It has always been hard for me to let go of the summer. Lately, i've been feeling the usual melancholy that comes this time of year, mourning the end of summer and trying to embrace the beginning of Autumn. In recent years i have felt like i enter the season kicking and screaming and not quite ready to 'let go' of the summer. It does not seem that long ago that we were in the midst of that never ending winter. However, i'm not fighting it this year. i don't know if i am embracing the season, or just accepting it. After all of the changes we have been through this year, i do not feel as if i have any fight left in me. i am ready to let go and move on.
i stopped tending most of my gardens back in September. i let my main summer garden become overgrown, and the weeds (and flowers) took over. i typically clean up and replant my front garden with fall lettuce, peas and kale. This year i just let the weeds claim it. My pea fence is still covered in dead cucumber vines and pole beans. My redbor kale is about 4 foot tall, and covered in cabbage worms. i put a few rows of fall lettuce in my main summer garden, but didn't bother planting peas. Despite the lack of attention, my main garden continued to produce well up until the frost hit.
First frost was on Oct 19. It was a light frost, just on the grass and enough to burn my zucchini plants. So i went out and picked the rest of the beans, most of the peppers and tomatoes. i found a large zucchini that had been hidden beneath the leaves, harvested a nice broccoli head that wasn't wormy, some leafy greens and a bouquet. i left quite a few peppers on the plant in case it doesn't actually get as cold as they are predicting. In the past i have picked everything because of a frost/freeze warning, only to have it not get as low as predicted. Then we go into an Indian Summer and have another 3 weeks of perfect garden weather. i was kind of hoping that was the case.
However the next morning there was a heavier frost. This time it killed my only tomato plant, and burned the tops of the peppers plants. It also killed my sweet potato vines and so i went out and dug them. Earlier this year i went out to check on my main sweet potato bed and found that voles had found them and eaten almost all of the sweet potatoes. i admit i was a bit devastated. i've been growing sweet potatoes for years and have never had any kind of pest problems. i typically harvest between 70-100+ pounds of sweet potatoes, which last us through the winter. i had to dig that bed early, because of the voles and was really disappointed with the harvest. In the picture above they are the potatoes in the basket. Having been dug early they are quite small. i don't have a scale to weigh, them but would guess it's only 20 lbs or so.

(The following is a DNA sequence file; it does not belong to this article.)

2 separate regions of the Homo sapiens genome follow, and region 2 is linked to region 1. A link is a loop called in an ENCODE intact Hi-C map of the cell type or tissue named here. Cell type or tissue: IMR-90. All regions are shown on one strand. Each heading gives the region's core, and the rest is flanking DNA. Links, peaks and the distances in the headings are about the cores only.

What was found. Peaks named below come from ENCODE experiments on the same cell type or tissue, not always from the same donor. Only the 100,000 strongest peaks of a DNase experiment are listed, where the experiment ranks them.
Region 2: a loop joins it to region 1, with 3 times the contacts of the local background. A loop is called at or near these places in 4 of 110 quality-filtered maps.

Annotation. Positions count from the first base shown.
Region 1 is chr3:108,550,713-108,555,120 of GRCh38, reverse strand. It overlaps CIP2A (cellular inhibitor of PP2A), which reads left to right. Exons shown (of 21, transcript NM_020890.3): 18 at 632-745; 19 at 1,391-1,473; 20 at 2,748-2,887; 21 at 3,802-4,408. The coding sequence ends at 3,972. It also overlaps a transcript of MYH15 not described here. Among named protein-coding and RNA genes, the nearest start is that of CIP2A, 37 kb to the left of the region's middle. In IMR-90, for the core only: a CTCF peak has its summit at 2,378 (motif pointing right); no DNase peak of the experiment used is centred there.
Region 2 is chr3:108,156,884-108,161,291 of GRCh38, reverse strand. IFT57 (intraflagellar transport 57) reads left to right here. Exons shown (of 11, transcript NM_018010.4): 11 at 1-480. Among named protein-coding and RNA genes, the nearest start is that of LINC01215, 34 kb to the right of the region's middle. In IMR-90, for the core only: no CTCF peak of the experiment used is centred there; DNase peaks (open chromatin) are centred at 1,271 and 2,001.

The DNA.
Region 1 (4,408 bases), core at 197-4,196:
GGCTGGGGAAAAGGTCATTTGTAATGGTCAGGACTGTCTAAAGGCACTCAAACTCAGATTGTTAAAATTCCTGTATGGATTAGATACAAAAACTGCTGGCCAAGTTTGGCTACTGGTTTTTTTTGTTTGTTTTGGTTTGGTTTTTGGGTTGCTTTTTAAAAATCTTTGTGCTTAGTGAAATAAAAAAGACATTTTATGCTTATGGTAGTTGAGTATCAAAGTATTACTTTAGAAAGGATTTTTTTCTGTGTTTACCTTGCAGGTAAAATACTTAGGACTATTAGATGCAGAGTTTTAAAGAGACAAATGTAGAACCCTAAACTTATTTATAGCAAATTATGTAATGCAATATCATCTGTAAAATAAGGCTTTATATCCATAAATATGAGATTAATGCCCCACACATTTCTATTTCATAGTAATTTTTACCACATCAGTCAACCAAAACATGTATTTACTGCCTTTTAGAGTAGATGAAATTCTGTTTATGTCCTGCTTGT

i had planted a few other plants in the main garden, and began checking them regularly for signs of the vole. Although there was tunneling all around the area, somehow he never found my sweet potatoes. There were only 4 plants in this garden, but they did great. The sweet potatoes i dug look fantastic!
Last night the predicted temperatures were going to dip down below freezing, so i finished picking the rest of the peppers and the last of the green tomatoes. My garden had turned into a bit of a jungle with nasturtium and morning glories covering everything, so i was actually surprised how many peppers were still on the plants. Although i haven't been able to can at all this year, i've been freezing as much as possible.
i do have a few things planted for fall, but have already let it go. i am giving in to the season of change, pulling out the wool socks and sweaters, curling up with my crochet hook, and turning inward. This is my time to slow down and reflect.
“The greatest step towards a life of simplicity is to learn to let go.”
― Steve Maraboli